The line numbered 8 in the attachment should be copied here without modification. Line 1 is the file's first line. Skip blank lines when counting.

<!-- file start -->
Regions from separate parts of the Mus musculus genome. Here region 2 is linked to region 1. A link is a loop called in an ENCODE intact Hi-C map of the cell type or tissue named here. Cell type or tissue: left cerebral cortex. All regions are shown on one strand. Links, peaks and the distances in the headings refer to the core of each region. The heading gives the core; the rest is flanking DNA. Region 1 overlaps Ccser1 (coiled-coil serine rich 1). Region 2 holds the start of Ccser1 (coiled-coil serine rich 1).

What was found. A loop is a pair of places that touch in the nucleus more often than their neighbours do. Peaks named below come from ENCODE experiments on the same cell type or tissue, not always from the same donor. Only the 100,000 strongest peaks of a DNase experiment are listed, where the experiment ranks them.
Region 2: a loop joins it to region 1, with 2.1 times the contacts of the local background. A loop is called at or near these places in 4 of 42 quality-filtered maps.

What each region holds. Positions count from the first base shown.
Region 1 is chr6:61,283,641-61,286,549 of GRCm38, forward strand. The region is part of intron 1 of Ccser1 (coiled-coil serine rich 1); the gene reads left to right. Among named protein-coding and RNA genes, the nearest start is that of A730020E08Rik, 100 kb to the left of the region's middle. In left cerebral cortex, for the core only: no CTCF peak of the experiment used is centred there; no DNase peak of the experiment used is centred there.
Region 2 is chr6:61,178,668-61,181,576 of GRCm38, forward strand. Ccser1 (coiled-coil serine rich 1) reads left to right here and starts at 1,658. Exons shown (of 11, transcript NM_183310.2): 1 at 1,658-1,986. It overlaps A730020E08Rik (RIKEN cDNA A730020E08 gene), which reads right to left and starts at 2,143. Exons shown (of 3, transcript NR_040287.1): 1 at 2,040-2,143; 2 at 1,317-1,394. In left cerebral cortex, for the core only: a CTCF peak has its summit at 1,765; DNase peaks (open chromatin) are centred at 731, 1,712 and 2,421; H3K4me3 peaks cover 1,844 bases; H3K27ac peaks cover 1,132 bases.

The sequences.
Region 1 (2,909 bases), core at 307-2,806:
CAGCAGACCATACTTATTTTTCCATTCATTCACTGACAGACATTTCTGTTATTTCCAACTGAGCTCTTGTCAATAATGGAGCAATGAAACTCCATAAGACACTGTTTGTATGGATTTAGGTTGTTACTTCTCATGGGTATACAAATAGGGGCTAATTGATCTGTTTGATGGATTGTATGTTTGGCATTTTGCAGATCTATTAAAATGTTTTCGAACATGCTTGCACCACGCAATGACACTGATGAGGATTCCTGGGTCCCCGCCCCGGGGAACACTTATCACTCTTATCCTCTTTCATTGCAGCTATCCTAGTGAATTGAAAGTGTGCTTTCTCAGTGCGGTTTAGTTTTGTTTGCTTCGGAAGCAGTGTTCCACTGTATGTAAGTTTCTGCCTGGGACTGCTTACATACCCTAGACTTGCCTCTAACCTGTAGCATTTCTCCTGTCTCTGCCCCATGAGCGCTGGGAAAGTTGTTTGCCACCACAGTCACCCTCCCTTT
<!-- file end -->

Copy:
Region 1 (2,909 bases), core at 307-2,806: